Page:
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plywood diaphrams - flexible or rigid

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I have not yet seen a reference to a book that I purchased
last year, so I am going to quote a few portions of it as it
applies to rigid and flexible diaphrams. Much of this has
been stated already as peoples opinions. This book
reinforces those opinions.

The book is titles "Seismic Design of Buildings and
Bridges", 2nd edition. It is based on the 1997 UBC and was
purchased from ICBO. Its author is Alan Williams, Ph.D.,
S.E., C.Eng. His title is Principal, Structural Safety
Policy, Division of the State Architect, State of

from Section 2.4.1 Basic Components pg 91...92

"A diaphragm is considered flexible, in accordance with UBC
Section 1630.6, when the midpoint displacement, under
lateral load, exceeds twice the average displacement of the
end supports. This is illustrated in Figure 2-17. The
diaphragm may then be modeled as a simple beam between end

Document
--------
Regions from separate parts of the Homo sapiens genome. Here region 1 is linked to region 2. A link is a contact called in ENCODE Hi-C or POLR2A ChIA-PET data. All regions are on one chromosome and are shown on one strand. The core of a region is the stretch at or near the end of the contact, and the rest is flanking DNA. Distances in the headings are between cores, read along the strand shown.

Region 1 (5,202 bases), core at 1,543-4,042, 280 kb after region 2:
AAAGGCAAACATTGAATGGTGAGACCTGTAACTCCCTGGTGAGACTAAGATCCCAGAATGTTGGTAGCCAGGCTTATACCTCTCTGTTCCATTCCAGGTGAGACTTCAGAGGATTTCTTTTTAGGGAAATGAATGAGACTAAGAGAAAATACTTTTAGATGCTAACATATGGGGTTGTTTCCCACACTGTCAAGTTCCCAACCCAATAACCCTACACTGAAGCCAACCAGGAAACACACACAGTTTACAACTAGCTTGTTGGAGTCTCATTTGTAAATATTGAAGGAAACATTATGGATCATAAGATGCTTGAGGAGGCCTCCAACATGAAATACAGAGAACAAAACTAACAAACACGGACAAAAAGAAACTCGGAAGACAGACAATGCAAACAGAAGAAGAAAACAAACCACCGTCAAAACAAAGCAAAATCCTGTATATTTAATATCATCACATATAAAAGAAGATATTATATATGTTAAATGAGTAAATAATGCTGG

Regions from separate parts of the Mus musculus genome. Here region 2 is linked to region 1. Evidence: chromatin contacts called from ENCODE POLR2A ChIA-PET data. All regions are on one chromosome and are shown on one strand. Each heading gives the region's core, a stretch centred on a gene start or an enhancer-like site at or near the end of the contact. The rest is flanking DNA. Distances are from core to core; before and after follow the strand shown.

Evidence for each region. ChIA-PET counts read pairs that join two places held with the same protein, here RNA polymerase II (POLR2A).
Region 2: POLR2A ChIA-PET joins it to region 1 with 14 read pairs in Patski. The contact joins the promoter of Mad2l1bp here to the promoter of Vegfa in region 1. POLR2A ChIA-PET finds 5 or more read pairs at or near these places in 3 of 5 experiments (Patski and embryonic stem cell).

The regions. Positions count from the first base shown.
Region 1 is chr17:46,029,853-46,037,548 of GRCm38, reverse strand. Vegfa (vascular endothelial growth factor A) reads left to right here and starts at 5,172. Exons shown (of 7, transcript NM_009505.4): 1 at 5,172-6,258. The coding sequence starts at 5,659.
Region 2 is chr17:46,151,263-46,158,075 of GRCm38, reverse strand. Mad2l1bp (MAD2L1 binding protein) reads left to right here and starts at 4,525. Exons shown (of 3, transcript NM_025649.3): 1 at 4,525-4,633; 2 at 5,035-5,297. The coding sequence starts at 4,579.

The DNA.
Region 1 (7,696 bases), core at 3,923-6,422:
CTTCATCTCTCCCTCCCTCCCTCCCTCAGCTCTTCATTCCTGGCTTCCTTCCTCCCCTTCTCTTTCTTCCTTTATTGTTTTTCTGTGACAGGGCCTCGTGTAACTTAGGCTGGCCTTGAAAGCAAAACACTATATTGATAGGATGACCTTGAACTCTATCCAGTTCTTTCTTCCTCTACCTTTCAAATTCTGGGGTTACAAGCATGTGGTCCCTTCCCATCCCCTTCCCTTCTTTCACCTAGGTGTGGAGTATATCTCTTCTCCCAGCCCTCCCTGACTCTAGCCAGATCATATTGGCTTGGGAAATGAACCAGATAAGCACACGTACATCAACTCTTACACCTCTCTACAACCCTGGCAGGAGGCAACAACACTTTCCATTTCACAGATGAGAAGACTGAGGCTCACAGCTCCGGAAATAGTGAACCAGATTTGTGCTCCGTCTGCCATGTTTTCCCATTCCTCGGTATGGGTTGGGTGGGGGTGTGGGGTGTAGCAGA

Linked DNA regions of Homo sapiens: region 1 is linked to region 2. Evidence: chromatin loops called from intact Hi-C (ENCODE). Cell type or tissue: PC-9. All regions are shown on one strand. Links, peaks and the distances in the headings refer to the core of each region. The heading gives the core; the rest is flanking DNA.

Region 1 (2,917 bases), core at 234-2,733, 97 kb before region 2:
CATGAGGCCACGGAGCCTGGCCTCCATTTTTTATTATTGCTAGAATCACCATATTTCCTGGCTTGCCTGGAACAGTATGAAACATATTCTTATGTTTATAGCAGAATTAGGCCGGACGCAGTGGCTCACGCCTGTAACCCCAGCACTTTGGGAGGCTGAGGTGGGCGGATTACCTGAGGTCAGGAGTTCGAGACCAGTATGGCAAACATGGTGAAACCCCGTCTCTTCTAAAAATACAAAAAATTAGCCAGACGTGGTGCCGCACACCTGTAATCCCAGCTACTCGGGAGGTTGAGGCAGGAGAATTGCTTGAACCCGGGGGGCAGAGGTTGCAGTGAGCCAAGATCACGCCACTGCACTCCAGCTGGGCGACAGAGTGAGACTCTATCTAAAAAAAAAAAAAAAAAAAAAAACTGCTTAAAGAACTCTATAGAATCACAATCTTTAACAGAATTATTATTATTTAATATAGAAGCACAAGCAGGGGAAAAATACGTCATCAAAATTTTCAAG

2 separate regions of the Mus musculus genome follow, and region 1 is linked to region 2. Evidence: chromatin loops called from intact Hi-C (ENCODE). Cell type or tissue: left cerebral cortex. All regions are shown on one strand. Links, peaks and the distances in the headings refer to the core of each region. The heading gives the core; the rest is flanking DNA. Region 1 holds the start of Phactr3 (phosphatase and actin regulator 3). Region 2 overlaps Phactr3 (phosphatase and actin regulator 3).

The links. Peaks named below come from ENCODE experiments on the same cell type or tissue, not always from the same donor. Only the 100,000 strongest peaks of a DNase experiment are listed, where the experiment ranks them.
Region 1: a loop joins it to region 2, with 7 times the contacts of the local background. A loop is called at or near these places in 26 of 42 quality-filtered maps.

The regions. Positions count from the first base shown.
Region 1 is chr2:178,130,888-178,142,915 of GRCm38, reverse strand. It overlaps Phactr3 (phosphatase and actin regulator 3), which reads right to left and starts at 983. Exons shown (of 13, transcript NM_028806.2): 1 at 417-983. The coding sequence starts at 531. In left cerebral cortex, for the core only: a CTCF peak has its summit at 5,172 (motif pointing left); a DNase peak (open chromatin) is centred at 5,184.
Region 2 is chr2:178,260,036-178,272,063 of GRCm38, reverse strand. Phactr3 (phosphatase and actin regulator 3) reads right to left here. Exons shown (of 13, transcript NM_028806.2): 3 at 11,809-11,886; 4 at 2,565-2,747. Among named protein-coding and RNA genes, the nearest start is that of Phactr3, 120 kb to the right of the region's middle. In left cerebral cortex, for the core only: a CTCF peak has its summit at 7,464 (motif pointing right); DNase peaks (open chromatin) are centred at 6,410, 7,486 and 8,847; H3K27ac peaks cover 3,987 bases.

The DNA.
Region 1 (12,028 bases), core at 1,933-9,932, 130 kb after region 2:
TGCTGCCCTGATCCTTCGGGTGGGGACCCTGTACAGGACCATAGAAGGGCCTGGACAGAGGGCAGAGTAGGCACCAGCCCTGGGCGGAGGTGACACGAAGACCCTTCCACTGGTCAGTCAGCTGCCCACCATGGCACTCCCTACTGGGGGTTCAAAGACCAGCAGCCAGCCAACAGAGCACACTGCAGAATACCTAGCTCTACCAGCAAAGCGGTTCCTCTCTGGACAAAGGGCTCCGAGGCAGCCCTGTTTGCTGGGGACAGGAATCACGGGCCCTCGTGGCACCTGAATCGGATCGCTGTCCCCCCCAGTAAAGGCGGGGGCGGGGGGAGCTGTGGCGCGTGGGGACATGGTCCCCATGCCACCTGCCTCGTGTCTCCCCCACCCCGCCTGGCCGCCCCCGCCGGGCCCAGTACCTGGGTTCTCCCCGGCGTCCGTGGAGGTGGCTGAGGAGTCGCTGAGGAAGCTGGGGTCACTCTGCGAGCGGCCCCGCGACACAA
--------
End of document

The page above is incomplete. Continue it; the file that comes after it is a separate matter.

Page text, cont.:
supports, and the distribution fo loading to the supports is
independent of their relative stiffnesses and is
proportional to the tributary areas supported. Flexible
diaphragms consist of diagonally sheathed wood diaphragms,
plywood sheathed diaphragms, and steel-deck diaphragms.

When the midpoint displacement of the diaphragm does not
exceed twice the average story drift, the diaphragm is
considered rigid. Allowance must then be made for the
additional forces created by torsional effects with the
diaphragm and supports assumed to undergo rigid body
rotation. The distriburion of loading to the supports is
proportional to their relative stiffnesses and is
independent of the tributary areas supported. Rigid
diaphragms consist of reinforced concrete diaphragms,
precast concrete diaphragms, and composite steel deck.
Figure 2-18 provides a comparison between flexible and rigid

from Section 2.4.2 Plywood diaphragms pg 92

"A plywood diaphragm is a flexible diaphragm which acts as a
horizontal deep beam." ........

Ken Reed, PE
Redding, CA